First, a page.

Managing Monitoring Rules in Light of Indictments

October 14, 2020

Typically, institutions wait on indictments, which turn into negative news, to trigger them to potentially missed suspicious activity. But what if institutions were to learn how to use indictments as a way to build typologies to detect any current or future activity that may align with the public indictment?

Most indictments or announcements of arrests from national authorities, even if it is from a different country, can provide a basis for rule building including the design of red flags, parameters, keywords or even names.

In this first of three of our Community Bank webinar series, we review strategies that allow for dynamic management of emerging typologies and risks within the transaction monitoring process.

Topics covered during the webinar include:

  • Recent indictments and arrests and potential typologies for detecting the same behavior
  • How to ‘read between the lines’ and determine quickly if an indictment or arrest statement can
    be utilized for
  • Tips for evaluating if your monitoring system is able to handle dynamic rule requests
  • Sample language for change control forms

 

Here are the questions and answers from the event.

Question: Is it true for effectiveness, and you are using third parties, that you need to have a way to check their effectiveness?

A: Yes. To me, the example that comes to mind is an audit firm, Audit is a pillar requirement. And if you think that a clean audit is a good one, then I have news for you. That’s not the case. You’d like your audit to be a good measure of an effective audit from the firm and what kind of issues they are bringing to light.  If you do have some minor things on an audit, that doesn’t necessarily mean it wasn’t an effective audit.

Is that audit team looking at how effective your program is or are they saying, you forgot a date of birth on the CTR form or you transposed this person’s driver’s license number on this SAR form.

Those are all surface things that have nothing to do with your effectiveness. So to me, when you’re looking at third parties, especially as a customer or those third parties, you would want to make sure that their program is effective, their testing program and methodology are effective for sure.

 

Q: How would you handle searching Google for Chinese based entities, especially with the non- transparent information?

A: It is very difficult. You know, a lot of times, you get to a point where there is no more information, especially when you’re dealing with offshore funds out of Singapore, out of Hong Kong, as well, it’s not just China.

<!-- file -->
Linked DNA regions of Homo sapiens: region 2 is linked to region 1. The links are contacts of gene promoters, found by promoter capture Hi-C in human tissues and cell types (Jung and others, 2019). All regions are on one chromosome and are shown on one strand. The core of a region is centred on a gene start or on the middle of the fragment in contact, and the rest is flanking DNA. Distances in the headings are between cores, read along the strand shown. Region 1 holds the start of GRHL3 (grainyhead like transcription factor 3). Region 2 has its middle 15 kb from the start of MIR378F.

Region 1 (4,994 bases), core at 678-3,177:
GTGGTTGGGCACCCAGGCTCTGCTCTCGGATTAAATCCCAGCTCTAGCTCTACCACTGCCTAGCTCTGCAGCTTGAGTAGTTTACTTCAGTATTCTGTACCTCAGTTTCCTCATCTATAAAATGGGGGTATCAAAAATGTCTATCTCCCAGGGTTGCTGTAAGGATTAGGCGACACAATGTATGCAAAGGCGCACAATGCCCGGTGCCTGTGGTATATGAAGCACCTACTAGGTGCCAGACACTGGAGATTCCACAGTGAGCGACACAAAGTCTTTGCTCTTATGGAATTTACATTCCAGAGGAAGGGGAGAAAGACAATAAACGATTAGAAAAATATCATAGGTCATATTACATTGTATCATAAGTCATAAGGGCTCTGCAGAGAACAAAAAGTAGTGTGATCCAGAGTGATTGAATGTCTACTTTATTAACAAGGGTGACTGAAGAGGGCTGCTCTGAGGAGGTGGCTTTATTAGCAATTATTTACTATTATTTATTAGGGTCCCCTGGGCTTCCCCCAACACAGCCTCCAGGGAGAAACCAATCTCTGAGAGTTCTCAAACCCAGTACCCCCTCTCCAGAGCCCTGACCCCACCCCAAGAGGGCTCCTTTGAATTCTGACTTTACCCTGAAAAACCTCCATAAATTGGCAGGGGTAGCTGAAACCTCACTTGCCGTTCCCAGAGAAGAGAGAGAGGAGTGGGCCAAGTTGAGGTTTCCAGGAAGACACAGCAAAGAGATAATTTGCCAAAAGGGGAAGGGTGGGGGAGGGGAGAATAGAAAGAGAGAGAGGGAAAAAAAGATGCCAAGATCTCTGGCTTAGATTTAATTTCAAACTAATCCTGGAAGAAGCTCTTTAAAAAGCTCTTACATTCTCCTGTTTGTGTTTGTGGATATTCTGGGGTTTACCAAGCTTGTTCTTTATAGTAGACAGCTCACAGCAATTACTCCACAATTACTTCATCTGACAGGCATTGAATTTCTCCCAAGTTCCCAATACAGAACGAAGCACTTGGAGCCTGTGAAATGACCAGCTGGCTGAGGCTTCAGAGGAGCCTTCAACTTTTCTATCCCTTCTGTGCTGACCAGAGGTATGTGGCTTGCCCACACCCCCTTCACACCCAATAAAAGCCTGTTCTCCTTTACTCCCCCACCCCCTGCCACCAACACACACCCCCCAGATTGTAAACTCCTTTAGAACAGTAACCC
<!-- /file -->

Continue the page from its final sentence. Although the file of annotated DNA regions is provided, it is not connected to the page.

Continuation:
And you just get to a point where you say to yourself, well, this is just an LLC, or it’s ABC Investment, some generic name, and you can’t find any more information.

There’s really nothing more that you could do. When I come across those, when I do investigations for clients and I come across that type of limited information, that goes on the suspicious side of my brain.

The fact that this business, that I can find a whole bunch of stuff on them, they may be my customer and are now sending money to a business that I can’t find, to me adds to the level of suspicion.

So, I wouldn’t spend too much time on it. I think the first couple of searches that you do, make sure you Google everything in quotes. If you are looking for a full business name, you need to Google it with first and second names, the beginning and end of parentheses on those.

I usually just give up, because you just know that’s going to happen. Not all the time, because there are some Chinese businesses where you can find them online. And, you know, I just put that over on the suspicious side of my brain.

 

Q: Would you open the account if there are suspicions but if your client relations team is saying we have to open this account?  How do you how do you manage those risks?

A: If I was the practitioner saying, yes or no to opening the account, I would be looking at what time, what rate, what resources I have internally in order to properly manage that client.

So it’s not always going to be a yes.

If I know that I have a really good team member who has a little bit of flexibility, but they’re really quick and they’re really fast and really good at what they do, especially when it comes to management of apparent shell companies or front companies or foreign businesses just as a whole, I might lean towards onboarding them depending on their source of wealth and their source of funds.

But if I’m looking at my maxed-out AML team and I’ve been asking for new people and they’re not giving me additional people, and I may not have a very efficient system, then I’m going to say No. Because to onboard something that you know is higher risk, that is going to need a lot more time to manage the risks, it’s setting yourself up for failure.

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